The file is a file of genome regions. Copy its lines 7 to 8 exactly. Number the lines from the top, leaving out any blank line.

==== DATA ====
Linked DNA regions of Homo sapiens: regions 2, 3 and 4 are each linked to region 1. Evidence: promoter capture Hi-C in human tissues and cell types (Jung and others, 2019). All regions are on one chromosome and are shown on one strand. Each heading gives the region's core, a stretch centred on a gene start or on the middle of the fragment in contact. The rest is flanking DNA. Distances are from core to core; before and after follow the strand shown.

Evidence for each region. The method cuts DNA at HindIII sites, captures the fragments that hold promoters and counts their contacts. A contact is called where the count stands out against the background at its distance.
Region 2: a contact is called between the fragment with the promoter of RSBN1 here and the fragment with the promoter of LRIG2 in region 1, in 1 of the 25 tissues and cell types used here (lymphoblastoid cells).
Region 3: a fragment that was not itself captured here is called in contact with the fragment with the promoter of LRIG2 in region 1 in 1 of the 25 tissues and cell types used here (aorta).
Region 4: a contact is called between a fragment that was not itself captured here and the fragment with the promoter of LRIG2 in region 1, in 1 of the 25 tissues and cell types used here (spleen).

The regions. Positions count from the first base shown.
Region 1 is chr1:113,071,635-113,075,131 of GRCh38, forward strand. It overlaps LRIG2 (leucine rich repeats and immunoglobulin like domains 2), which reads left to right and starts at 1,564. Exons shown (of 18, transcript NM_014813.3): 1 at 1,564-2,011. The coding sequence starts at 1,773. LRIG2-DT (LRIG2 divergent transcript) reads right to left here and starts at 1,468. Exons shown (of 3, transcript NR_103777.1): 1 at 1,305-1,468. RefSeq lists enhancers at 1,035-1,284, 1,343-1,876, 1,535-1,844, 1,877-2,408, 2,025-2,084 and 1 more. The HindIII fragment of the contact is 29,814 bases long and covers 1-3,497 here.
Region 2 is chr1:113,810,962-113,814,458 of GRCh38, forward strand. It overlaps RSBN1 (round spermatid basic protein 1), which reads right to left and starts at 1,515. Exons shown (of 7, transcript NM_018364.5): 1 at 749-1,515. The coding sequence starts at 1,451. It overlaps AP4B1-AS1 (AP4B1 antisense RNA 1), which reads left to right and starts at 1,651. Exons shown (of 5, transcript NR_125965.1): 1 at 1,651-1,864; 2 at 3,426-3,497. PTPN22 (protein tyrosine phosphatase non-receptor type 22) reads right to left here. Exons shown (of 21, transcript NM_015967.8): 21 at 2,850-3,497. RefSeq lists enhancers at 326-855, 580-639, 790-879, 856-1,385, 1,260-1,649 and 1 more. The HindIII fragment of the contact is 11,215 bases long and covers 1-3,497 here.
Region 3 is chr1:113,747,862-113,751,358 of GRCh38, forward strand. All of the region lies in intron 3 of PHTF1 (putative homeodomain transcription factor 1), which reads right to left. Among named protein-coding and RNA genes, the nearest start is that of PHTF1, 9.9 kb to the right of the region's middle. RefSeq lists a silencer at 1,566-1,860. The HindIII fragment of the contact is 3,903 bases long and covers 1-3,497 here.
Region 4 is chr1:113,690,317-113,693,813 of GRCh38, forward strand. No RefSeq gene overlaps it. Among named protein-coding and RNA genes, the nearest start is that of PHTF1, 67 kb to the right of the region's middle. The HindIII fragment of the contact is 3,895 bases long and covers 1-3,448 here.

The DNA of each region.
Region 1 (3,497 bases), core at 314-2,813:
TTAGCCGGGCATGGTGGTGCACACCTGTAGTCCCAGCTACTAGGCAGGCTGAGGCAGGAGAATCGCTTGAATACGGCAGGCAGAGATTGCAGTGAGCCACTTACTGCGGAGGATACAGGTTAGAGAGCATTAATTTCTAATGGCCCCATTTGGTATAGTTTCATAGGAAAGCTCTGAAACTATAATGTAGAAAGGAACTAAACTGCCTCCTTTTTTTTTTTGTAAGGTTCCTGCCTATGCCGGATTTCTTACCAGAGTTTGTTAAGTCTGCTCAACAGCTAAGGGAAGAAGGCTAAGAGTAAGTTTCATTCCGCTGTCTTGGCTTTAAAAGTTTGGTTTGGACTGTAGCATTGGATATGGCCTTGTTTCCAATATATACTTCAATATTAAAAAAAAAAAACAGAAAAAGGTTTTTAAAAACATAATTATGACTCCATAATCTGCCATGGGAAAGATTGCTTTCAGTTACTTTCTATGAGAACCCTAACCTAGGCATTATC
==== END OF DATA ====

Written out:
Region 1 is chr1:113,071,635-113,075,131 of GRCh38, forward strand. It overlaps LRIG2 (leucine rich repeats and immunoglobulin like domains 2), which reads left to right and starts at 1,564. Exons shown (of 18, transcript NM_014813.3): 1 at 1,564-2,011. The coding sequence starts at 1,773. LRIG2-DT (LRIG2 divergent transcript) reads right to left here and starts at 1,468. Exons shown (of 3, transcript NR_103777.1): 1 at 1,305-1,468. RefSeq lists enhancers at 1,035-1,284, 1,343-1,876, 1,535-1,844, 1,877-2,408, 2,025-2,084 and 1 more. The HindIII fragment of the contact is 29,814 bases long and covers 1-3,497 here.
Region 2 is chr1:113,810,962-113,814,458 of GRCh38, forward strand. It overlaps RSBN1 (round spermatid basic protein 1), which reads right to left and starts at 1,515. Exons shown (of 7, transcript NM_018364.5): 1 at 749-1,515. The coding sequence starts at 1,451. It overlaps AP4B1-AS1 (AP4B1 antisense RNA 1), which reads left to right and starts at 1,651. Exons shown (of 5, transcript NR_125965.1): 1 at 1,651-1,864; 2 at 3,426-3,497. PTPN22 (protein tyrosine phosphatase non-receptor type 22) reads right to left here. Exons shown (of 21, transcript NM_015967.8): 21 at 2,850-3,497. RefSeq lists enhancers at 326-855, 580-639, 790-879, 856-1,385, 1,260-1,649 and 1 more. The HindIII fragment of the contact is 11,215 bases long and covers 1-3,497 here.